Costume designer, production designer and producer Catherine Martin and her collaborators helped bring to life her husband Baz Lurhmann’s grand visual story “Elvis” by building the iconic sets in Australia, including Elvis Presley’s Graceland mansion.
He also created more than 90 costumes for Austin Butler’s Elvis, a mix of re-creations and fictional outfits, and more than 9,000 costumes for the film overall. She earned a Costume Designers Guild Award nomination for her work and earned three Oscar nominations for her work on the film, including Outstanding Costume Designer, Production Design and Producer.
more than variety
Here, she talks about how “The Wizard of Oz” impacted her, as well as Luhrmann’s respect for crafts.
Where does your love for fashion and design come from?
“The Wizard of Oz” is such a seminal movie to me. I remember my father explaining to me how revolutionary it was to go from black and white to color, and that it was a real change. So when (Dorothy) opens the door, it’s in black and white, and when you cut to what she sees, it’s in color and there’s no visual effects. It’s just an editorial trick, but he always explained how those things were mapped.
When I was watching a terrible soap opera or whatever, and there was a dream sequence and another flashback, it would tell me that they were just reusing footage from previous episodes to keep the budget down.
I have always been interested in doing things. I wanted to learn how to sew on the sewing machine when I was 6 years old, my mother taught me and I loved the act of making things because you could have an idea and then out of nothing, you could make something. I have always been interested in crafts, candle making, painting and art. She just loved it, and that’s what she wanted to do.
Baz Luhrmann is a visual person. What does it mean to you as a creative to be there in the room with him as it happens?
It’s an incredible privilege because he’s very interested in the visual storytelling aspect of filmmaking. He cares. I think (director of photography) Mandy (Walker) would say that too.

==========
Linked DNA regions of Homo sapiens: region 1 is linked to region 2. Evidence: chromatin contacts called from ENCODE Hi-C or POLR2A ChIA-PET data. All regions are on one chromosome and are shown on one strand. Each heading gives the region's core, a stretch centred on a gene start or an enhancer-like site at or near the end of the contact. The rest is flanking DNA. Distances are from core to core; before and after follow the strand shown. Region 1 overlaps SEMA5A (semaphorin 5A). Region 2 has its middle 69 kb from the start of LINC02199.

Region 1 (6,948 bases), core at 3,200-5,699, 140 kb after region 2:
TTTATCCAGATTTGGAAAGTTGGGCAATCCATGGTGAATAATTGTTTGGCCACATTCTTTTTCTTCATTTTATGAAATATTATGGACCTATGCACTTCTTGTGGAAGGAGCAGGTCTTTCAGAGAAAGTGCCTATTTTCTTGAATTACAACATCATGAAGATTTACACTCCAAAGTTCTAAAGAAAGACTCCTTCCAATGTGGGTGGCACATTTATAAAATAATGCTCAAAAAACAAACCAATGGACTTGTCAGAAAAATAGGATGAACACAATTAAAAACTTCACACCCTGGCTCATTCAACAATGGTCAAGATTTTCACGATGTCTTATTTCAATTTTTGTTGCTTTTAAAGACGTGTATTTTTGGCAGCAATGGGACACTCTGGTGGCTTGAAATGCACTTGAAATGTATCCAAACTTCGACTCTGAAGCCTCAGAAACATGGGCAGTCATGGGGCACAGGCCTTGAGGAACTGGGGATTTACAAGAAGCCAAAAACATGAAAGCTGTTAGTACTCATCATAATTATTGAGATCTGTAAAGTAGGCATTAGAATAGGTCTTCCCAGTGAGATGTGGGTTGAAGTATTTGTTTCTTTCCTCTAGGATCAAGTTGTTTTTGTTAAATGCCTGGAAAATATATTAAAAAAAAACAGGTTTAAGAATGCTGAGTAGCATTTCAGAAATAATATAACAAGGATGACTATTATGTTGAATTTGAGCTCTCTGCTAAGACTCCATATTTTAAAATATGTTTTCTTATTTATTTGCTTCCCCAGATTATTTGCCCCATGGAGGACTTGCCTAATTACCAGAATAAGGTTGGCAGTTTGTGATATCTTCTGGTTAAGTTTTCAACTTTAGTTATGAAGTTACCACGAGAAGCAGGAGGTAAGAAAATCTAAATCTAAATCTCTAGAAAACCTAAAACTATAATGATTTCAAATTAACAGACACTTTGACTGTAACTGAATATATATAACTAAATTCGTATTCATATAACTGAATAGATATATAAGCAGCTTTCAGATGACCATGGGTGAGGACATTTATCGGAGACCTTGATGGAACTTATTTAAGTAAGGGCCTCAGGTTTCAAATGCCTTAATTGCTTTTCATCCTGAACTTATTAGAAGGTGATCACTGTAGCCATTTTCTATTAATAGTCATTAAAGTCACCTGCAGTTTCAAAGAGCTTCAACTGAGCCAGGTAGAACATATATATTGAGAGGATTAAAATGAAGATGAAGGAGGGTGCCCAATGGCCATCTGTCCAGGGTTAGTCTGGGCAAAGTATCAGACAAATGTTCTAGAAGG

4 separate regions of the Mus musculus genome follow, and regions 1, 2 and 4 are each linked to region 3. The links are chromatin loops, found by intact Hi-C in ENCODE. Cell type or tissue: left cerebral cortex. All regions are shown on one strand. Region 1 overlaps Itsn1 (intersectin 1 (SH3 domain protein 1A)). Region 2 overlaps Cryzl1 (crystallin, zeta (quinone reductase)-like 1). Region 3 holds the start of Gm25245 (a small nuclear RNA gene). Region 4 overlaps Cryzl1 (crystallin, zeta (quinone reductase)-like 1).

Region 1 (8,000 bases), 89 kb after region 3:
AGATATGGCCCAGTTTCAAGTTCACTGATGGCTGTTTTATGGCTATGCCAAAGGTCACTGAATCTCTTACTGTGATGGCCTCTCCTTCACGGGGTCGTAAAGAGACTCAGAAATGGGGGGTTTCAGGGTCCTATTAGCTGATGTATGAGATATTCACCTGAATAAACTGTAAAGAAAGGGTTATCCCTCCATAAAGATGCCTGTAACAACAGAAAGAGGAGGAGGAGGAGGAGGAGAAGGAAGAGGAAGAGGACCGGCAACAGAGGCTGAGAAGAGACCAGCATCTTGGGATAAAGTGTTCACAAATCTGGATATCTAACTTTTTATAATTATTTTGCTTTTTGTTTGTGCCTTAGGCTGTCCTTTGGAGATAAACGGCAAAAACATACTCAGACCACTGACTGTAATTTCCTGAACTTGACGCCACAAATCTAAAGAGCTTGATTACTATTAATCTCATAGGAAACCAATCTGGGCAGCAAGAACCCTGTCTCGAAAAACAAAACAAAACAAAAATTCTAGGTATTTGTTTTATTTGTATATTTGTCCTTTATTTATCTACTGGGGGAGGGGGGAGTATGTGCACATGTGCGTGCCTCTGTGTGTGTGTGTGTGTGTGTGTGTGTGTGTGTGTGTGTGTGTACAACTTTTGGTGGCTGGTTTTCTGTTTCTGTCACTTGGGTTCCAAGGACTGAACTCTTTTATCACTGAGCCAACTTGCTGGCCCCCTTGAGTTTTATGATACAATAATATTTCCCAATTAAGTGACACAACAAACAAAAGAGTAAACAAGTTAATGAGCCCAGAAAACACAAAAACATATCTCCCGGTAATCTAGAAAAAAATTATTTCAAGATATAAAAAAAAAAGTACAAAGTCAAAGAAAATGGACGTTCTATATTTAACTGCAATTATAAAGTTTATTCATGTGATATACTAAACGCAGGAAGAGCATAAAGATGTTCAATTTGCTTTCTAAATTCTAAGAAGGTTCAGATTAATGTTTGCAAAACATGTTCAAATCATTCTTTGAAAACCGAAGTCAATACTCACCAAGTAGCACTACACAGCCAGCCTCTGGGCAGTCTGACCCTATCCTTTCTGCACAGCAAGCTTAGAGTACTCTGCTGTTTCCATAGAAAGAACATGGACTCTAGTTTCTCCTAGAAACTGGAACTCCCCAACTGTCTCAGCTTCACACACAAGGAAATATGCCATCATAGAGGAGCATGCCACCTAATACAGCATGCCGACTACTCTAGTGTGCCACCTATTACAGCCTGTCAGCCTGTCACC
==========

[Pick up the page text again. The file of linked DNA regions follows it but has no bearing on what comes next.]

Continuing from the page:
Because it respects and values what we do, that means that the culture of respect is present throughout the process. You see the sound, the visuals, and the whole world as part of an interconnected ecosystem that creates something bigger.
“Strictly Ballroom”, “Romeo and Juliet” and “Moulin Rouge” are part of pop culture. What comes to mind when you think of them?
One of the funny things is that from being a minimalist in drama school he seems to have been in some weird dance of death with Swarovski crystals.
With “Strictly”, we needed to recycle them because we never had enough. I remember being in trailers and removing the crystals from one costume to put them on another.
In “Elvis,” no one questions how many Swarovski crystals he has, but no matter how big or small the project, he’s still struggling to get it done, at any level, to push the limits of resources. have. If you’re not saying, ‘Well, I really don’t get enough of that. Or I really need to do better here,’ then I don’t think you’re trying hard enough. I think it’s that desire to romantically elevate whatever you’re doing to make it a little better than it’s possible.
What I hope I kept from “Strictly” was that desire to not just think it’s a low-budget movie, but how can we serve the story? How can we make it as beautiful as possible? How can we elevate what we are doing? How do we do this in a better way? How do we add value to the experience? You don’t start with that constraint, you start with the idea and come up with the best idea you can, and then you try to figure out how to do that with what you have.
How does being both a production and costume designer help you in your creative process?
What I love is that we are dedicated to creating the character, the atmosphere and supporting the story. When you’ve worked with an actor, in a very intimate way on a costume, and then they walk in and they’re on set, and it feels like they’re at Graceland, they can suspend their disbelief of where they are. , even for a moment. I hope there’s a synergy between supporting the wardrobe and supporting the set to find the story they want to tell. To me, they are working in constant concert.
It means that stylistically, you are consistent. It also means that because you’re only dealing with yourself, it means you can be more consistent in the rules you’re applying.
Is there a costume or outfit you’ve designed that you’re most proud of?
I hesitate. The first big outside set I did was in “Romeo + Juliet”. The first great outdoor stage was the Verona beach with that disused and damaged cinema. So, I have a great love for exterior sets.
But those two blocks of Beale Street (for “Elvis”) mean a lot. It was a tour de force to build Beale Street in Australia.
To find a spot with the correct topographical orientation to the sun and to be able to see your team, just kick goal after goal after goal. Every price tag was on every window, the fruit bowl was a vision. What Beverley Dunn did on that street was incredible. What Damien Drew did with the vehicles, supervising to be the art director on the whole set, was just extraordinary. That whole department did an amazing job getting something done in the suburbs of Australia.
WHAT: CDG Awards
WHEN: February 27
WHERE: Fairmont Century Plaza
The best of the variety
Subscribe to the variety newsletter. For the latest news, follow us on Facebook, Twitter and Instagram.
Click here to read the full article.